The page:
Video game giant Ubisoft’s Singapore office is under investigation over claims of sexual harassment and racial discrimination, a watchdog said, in the latest controversy for the French firm.
The publisher of the blockbuster Assassin’s Creed and Far Cry titles saw some senior staff resign in 2020 after allegations of sexual misconduct emerged.
Gaming website Kotaku in July published allegations of harassment, bullying and racial pay disparities following interviews with 20 current and former employees at Ubisoft Singapore.
The Singapore employment watchdog TAFEP said Tuesday (Aug 17) it began investigating after receiving “anonymous feedback containing links to media articles about allegations of workplace harassment and unfair treatment at Ubisoft Singapore.”
It also urged anyone with knowledge of criminal conduct such as sexual harassment and assault to report the incidents to the police.
The current and former employees cited in the Kotaku report spoke on the condition of anonymity.
Two women alleged inappropriate touching and comments, while another worker said: “The salary gap between locals and expats was just insane.”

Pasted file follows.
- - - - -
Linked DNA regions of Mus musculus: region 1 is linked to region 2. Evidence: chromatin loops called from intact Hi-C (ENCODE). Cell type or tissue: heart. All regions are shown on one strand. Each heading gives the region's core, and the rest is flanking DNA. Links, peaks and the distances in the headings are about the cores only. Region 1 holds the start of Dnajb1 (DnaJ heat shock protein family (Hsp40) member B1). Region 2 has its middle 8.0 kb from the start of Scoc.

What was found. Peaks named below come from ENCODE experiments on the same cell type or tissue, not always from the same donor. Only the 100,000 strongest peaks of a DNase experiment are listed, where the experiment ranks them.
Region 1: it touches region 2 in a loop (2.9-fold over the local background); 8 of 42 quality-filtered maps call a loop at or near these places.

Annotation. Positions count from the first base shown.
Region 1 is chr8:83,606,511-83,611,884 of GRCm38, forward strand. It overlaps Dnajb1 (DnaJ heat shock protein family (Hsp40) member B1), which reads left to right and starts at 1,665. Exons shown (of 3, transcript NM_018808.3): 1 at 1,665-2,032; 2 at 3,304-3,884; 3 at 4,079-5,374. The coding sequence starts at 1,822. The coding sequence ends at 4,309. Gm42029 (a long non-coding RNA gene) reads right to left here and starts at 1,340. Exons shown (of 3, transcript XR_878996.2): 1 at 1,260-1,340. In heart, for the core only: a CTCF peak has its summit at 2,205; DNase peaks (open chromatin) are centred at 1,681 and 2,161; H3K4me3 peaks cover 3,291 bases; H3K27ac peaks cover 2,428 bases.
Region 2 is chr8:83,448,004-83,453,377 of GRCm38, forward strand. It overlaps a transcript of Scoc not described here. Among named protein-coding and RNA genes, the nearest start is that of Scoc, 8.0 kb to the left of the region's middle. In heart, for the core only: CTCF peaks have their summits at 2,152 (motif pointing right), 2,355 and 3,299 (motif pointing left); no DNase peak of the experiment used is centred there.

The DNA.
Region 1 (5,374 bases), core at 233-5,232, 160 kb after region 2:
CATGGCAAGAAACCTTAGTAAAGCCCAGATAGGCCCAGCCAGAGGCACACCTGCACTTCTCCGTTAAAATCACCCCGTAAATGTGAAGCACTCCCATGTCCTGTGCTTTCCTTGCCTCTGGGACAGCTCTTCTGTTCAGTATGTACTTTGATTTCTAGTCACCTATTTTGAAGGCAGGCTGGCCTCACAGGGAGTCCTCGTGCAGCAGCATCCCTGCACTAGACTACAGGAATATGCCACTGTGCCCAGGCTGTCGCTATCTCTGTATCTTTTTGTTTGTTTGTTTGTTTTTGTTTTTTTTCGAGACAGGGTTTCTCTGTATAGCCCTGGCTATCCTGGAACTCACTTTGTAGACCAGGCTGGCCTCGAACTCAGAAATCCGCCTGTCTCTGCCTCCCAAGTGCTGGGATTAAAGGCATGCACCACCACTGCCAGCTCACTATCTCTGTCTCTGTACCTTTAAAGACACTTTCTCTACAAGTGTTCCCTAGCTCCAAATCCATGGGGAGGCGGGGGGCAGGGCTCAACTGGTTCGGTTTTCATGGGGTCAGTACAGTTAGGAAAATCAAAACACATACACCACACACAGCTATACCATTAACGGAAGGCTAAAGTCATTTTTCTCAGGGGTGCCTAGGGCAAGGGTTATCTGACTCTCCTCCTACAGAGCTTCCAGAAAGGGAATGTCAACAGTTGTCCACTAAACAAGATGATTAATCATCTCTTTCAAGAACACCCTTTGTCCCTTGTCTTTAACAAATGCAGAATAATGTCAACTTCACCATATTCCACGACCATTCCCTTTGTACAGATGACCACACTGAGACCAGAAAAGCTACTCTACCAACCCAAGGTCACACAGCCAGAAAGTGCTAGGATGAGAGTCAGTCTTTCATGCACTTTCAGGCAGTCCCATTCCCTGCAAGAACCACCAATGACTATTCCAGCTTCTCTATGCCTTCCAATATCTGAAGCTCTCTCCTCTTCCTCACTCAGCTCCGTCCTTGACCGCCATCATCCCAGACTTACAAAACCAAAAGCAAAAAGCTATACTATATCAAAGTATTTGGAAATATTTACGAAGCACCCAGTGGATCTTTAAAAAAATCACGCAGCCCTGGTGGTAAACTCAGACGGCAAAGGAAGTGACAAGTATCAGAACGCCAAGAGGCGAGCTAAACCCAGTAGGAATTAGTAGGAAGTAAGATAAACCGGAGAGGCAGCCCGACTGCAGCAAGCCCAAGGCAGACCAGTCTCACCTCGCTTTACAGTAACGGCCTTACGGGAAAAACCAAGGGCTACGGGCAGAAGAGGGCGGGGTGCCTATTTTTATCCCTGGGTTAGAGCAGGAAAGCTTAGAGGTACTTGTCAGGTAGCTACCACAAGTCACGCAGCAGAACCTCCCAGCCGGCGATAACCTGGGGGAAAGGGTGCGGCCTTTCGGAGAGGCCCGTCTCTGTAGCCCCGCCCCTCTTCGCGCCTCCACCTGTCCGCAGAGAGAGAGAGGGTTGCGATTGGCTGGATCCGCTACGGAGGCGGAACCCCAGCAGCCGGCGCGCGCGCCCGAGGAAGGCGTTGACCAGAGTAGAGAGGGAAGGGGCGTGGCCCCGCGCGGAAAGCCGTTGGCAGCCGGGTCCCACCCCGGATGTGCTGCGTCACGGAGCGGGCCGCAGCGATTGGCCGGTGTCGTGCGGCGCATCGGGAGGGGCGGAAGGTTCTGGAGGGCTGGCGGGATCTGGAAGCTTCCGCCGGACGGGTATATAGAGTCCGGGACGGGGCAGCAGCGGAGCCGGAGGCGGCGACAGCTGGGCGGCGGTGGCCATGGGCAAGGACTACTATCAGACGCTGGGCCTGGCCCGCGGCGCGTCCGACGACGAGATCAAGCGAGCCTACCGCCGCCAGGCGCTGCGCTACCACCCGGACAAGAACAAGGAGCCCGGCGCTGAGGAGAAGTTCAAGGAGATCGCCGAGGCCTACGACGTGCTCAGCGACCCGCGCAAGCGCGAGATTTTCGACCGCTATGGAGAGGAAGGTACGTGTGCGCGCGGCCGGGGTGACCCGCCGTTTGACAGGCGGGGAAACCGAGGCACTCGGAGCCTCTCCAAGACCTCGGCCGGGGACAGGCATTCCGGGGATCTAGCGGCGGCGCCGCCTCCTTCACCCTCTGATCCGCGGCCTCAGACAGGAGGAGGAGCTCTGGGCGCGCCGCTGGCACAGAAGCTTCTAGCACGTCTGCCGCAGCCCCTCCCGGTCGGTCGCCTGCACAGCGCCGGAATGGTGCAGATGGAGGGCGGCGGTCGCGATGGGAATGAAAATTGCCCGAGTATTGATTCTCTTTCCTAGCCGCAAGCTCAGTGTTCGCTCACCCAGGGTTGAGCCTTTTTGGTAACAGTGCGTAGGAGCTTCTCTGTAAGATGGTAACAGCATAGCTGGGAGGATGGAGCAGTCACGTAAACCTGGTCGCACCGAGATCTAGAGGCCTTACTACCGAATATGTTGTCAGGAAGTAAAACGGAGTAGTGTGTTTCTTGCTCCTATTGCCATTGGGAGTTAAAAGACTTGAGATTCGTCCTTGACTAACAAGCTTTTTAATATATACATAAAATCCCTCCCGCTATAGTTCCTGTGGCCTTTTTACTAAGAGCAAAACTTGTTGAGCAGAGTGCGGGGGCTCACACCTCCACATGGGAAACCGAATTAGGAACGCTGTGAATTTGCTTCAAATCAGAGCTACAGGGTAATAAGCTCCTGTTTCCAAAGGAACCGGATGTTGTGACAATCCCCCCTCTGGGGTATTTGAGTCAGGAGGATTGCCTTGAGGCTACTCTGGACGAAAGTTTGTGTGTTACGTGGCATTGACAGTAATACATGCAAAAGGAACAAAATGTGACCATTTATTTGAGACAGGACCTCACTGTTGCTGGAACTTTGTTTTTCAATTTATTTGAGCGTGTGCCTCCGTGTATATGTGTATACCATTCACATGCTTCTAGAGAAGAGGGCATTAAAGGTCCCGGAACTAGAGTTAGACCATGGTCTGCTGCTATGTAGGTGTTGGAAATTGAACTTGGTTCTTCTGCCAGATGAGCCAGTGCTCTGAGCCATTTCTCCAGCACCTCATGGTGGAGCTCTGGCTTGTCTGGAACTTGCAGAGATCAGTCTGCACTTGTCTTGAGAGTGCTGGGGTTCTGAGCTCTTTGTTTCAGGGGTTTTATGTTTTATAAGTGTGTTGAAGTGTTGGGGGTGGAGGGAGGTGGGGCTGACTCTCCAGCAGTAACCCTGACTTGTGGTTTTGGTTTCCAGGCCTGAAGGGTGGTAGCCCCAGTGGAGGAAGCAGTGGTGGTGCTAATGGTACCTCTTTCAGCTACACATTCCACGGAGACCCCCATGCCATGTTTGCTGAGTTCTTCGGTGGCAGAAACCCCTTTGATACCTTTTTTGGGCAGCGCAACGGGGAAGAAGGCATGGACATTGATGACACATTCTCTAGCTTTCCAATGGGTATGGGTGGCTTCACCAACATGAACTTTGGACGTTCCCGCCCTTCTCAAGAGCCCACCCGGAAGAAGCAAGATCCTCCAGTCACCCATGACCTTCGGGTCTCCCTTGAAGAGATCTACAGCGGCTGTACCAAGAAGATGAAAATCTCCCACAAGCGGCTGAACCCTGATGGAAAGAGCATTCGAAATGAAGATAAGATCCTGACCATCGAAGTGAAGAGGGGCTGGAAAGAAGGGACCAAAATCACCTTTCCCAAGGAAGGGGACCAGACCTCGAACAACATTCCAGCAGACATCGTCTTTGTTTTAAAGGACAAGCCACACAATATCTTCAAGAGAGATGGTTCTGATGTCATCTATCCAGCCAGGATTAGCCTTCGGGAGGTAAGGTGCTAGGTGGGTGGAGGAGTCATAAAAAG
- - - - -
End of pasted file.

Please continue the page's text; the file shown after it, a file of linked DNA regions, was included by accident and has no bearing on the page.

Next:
Ubisoft Singapore said in a statement to AFP it was aware of the allegations made to the watchdog.
“As our discussions with them are ongoing, we do not have anything we can share at this stage,” the statement added.
“Every Ubisoft studio, including Ubisoft Singapore, strives to create and foster a culture that team members and partners can be proud of. We do not and will not tolerate discrimination or abuse.”
Local newspaper the Straits Times said Ubisoft has about 500 employees in the city-state, which is trying to build itself up as a regional hub for tech companies.
The global gaming industry has long been dogged by criticism over its treatment of women and minorities in both games and real life.
Allegations against Ubisoft in 2020 saw managers in the company’s Toronto and Montreal studios accused of sexual misconduct.
Earlier in August, another gaming giant Activision Blizzard announced a management shakeup following employee protests and a California state lawsuit alleging the firm enabled toxic workplace conditions and discriminated against women.